But I have to wonder who is going to program these neurodevices or decide which of my genes need changing. Based on what criteria? Who decides what is and is not “enlightened” thought and behavior? Do we really want devices of any kind directing our thoughts and behavior, even if it means we’ll behave in ways that someone has designated as enlightened? Do we really want someone’s ideal of a perfect society forced upon us by genetic manipulation and machines in our brains, even if that perfect society is labeled “Buddhist”? And even if we submit to all that, what happens when the devices break down?
Once during a sesshin I attended, another participant waxed lyrical about the benefits of the kiyosaku, the “staff of instruction” used in many Zen temples to stimulate effort in sleepy meditators with a sharp whack across the shoulders. My teacher, Gudo Nishijima (who never used the kiyosaku), listened patiently and finally said, “Maybe that’s true. But I think it’s better to learn to wake up by yourself.”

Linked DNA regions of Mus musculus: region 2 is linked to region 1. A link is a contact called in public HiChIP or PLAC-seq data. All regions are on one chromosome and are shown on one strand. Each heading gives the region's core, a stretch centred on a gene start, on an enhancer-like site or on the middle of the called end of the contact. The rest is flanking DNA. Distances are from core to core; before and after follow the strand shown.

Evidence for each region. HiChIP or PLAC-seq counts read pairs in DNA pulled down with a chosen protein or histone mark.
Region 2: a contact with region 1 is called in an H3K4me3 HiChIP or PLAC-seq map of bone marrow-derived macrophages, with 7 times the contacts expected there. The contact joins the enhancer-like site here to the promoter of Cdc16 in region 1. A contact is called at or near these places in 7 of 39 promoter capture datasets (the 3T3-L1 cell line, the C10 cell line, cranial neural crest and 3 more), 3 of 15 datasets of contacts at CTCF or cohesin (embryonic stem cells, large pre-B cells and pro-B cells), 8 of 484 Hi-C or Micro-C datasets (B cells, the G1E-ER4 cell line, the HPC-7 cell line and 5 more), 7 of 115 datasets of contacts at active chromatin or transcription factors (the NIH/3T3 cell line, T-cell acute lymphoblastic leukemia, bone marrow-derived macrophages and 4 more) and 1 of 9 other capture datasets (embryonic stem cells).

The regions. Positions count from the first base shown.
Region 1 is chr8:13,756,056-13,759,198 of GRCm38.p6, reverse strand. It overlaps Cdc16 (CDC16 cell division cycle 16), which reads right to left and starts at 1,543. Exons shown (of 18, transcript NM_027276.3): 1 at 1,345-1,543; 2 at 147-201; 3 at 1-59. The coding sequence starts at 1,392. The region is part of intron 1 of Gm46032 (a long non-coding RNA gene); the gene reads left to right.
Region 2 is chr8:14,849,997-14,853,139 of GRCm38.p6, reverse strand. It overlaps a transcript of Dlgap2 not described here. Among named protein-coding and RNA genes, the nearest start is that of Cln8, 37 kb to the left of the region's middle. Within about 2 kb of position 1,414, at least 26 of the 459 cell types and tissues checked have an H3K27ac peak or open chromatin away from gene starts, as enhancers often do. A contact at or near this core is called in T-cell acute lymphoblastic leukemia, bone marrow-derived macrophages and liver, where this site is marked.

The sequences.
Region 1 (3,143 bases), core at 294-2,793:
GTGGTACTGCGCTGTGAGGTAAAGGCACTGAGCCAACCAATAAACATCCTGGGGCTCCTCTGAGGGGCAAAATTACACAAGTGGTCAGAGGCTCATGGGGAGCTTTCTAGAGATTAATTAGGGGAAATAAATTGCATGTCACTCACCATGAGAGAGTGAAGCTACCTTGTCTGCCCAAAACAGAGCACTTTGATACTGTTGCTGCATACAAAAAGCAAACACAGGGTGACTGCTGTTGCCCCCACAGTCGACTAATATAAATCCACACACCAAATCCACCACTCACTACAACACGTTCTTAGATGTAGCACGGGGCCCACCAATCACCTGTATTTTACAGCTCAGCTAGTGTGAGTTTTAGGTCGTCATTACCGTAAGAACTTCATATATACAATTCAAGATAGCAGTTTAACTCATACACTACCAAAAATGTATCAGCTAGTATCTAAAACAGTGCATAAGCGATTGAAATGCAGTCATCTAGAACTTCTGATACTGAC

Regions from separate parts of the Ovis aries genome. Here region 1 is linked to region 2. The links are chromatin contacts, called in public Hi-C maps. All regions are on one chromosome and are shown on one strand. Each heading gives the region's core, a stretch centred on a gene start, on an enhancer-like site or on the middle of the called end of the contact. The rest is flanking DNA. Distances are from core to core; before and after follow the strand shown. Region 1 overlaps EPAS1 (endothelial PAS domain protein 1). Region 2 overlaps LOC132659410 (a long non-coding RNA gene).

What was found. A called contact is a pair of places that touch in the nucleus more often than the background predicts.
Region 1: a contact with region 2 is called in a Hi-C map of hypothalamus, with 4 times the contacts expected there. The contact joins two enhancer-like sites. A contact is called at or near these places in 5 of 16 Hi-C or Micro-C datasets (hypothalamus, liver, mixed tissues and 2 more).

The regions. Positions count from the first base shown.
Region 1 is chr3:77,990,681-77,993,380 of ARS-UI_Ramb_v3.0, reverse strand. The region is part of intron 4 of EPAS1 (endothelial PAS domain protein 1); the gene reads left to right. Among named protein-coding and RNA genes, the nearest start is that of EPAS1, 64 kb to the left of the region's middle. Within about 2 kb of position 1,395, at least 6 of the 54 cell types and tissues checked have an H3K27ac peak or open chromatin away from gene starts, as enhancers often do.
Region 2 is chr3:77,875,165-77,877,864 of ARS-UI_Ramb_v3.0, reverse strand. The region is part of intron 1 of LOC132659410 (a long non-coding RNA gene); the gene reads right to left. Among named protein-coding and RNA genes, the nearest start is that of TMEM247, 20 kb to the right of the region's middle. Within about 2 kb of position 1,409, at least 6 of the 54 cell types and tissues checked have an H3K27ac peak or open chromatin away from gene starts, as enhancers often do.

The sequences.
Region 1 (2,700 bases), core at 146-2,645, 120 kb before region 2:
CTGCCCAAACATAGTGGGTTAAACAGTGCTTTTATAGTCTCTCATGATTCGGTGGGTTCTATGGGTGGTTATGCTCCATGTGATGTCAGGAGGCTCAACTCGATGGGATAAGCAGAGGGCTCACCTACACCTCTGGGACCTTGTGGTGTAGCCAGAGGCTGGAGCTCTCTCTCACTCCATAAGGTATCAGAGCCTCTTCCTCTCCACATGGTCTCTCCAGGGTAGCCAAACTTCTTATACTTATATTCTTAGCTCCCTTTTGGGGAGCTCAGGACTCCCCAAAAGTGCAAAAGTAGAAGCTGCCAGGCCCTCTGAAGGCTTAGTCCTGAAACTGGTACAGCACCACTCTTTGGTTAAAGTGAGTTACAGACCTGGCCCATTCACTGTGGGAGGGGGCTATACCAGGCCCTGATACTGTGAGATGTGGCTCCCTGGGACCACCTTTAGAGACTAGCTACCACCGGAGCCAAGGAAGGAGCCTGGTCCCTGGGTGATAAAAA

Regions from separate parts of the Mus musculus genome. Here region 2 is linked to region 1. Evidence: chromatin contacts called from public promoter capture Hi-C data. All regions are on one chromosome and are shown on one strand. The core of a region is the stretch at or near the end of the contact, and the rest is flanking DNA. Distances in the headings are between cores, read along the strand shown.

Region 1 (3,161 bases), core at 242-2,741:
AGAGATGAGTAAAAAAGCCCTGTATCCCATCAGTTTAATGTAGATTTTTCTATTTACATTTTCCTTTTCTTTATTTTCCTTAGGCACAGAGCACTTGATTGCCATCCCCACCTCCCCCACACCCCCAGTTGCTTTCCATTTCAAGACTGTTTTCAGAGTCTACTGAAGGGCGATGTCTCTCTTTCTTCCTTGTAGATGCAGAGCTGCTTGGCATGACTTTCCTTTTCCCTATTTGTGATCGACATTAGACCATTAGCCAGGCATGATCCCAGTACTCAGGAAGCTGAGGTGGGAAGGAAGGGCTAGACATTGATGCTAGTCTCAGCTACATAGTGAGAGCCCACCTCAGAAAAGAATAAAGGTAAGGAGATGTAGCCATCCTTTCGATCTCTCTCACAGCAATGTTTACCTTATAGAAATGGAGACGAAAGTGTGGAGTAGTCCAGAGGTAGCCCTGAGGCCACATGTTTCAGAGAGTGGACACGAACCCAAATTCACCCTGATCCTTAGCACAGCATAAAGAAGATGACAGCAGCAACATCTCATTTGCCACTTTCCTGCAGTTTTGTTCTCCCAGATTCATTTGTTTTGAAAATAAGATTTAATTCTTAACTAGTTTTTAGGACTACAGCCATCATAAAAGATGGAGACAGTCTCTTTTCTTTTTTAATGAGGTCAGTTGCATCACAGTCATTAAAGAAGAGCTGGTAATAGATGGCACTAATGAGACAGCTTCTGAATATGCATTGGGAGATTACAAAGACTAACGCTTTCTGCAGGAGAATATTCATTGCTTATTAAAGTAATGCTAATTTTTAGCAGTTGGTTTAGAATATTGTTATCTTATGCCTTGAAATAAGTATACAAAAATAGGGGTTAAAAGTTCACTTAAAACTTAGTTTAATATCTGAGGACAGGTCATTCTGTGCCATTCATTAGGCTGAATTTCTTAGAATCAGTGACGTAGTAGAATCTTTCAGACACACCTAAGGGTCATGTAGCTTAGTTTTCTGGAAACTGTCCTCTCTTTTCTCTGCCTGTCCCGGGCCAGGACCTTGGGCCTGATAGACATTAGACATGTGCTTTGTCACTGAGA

The basic problem with Dr. Hughes’s speculations is that a crucial element of Buddhist practice is learning to wake up by oneself. Even if drugs and genetic manipulation could be used to create real compassion, lovingkindness, and so forth—and I don’t believe they can—this would not be at all the same as learning how to develop these qualities on one’s own. What happens when your prescription runs out or your insurance gets canceled? How much does lovingkindness cost at your local Walgreens pharmacy?